Opinion: Artificial positivity harmfully inflates emotional norms

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"Everything will be OK" by Transformer18 is licensed under CC BY 2.0

The common phrase “everything will be ok” often draws focus to the superficially positive aspects of a situation, instead of encouraging understanding of the underlying situation.

From the moment that we are born, we are taught that the best way to live life is by doing things that are bigger and bolder. Students are told that grades determine their futures, and adults are pressured to improve their work productivity

To deliver on this internal promise, some ignore or hide negative emotions that hinder their ability to work and live; instead, staying constantly positive to repress those emotions. Theoretically, this would permit them to constantly function at peak performance and give them the boost they need to be considered better than everyone else. Those who do this can be compared to a next-generation industrial robot, capable of achieving peak productivity with the benefits of reduced downtime and low maintenance.

However, we’re not robots. 

At the end of the day, this strategy is simply draining and unsustainable. Frequently referred to as toxic positivity or “good vibes only,” it obstructs the true measure of how people feel, leading to the belief that they are somehow behind, inadequate, or disadvantaged. Regardless of what you call it, scientific research has found that it is simply impossible to circumvent these negative emotions for an extended period of time.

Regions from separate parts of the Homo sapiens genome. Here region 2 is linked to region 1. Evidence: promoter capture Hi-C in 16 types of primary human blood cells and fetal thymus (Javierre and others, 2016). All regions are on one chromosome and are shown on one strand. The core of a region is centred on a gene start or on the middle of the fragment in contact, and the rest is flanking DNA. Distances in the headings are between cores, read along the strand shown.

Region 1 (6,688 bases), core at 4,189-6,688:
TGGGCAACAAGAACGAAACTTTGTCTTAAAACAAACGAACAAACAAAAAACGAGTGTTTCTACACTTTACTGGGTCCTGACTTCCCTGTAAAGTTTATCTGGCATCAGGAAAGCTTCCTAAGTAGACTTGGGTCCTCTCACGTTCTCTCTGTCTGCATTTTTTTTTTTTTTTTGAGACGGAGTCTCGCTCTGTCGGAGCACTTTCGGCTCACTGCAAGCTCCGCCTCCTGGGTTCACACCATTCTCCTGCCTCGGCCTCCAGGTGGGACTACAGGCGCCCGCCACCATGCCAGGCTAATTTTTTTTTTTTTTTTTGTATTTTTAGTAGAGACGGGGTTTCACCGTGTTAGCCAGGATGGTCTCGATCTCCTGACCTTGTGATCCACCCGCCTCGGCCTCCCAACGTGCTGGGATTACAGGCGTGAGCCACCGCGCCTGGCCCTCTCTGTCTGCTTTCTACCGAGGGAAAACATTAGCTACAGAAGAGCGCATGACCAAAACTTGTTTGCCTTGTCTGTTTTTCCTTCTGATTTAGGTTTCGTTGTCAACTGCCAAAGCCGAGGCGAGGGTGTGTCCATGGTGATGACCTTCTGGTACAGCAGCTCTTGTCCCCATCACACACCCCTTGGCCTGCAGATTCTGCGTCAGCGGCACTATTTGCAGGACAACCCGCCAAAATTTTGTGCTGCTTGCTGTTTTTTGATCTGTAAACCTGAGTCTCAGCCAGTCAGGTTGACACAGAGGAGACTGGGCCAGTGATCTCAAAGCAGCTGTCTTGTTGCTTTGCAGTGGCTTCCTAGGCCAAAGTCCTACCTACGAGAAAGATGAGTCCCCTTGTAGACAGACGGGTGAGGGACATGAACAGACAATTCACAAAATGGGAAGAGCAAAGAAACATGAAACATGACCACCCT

“When you deny or avoid unpleasant emotions, you make them bigger,” psychologist Konstantin Lukin wrote. “This approach is simply unsustainable. Evolutionarily, we as humans cannot program ourselves to only feel happy.”

Besides the individual consequences of toxic positivity, there are ripple effects for others who witness this behavior.

Students are particularly vulnerable to the effects of toxic positivity. They are incredibly dependent on each other not only to develop social skills, but are at a crucial moment for establishing work ethic and motivation. Toxic positivity sets unrealistic expectations of what peers can achieve, causing unsuspecting students to attempt to reach this impossible goal.

Although it’s easy to understand what toxic positivity is, it’s also important to know that it starkly differs from just having a favorable outlook on life. There’s a difference between comments which only assert overly-confident thinking, and those which offer motivation and validation. 

Although it may seem counterintuitive, psychologists agree that the best way to mitigate despair involves embracing the root of the issue instead of repressing the negativity. Understanding what you are experiencing is key to managing it healthily.

Allow yourself to experience the emotional fluctuations of life, and please don’t try to be a robot.

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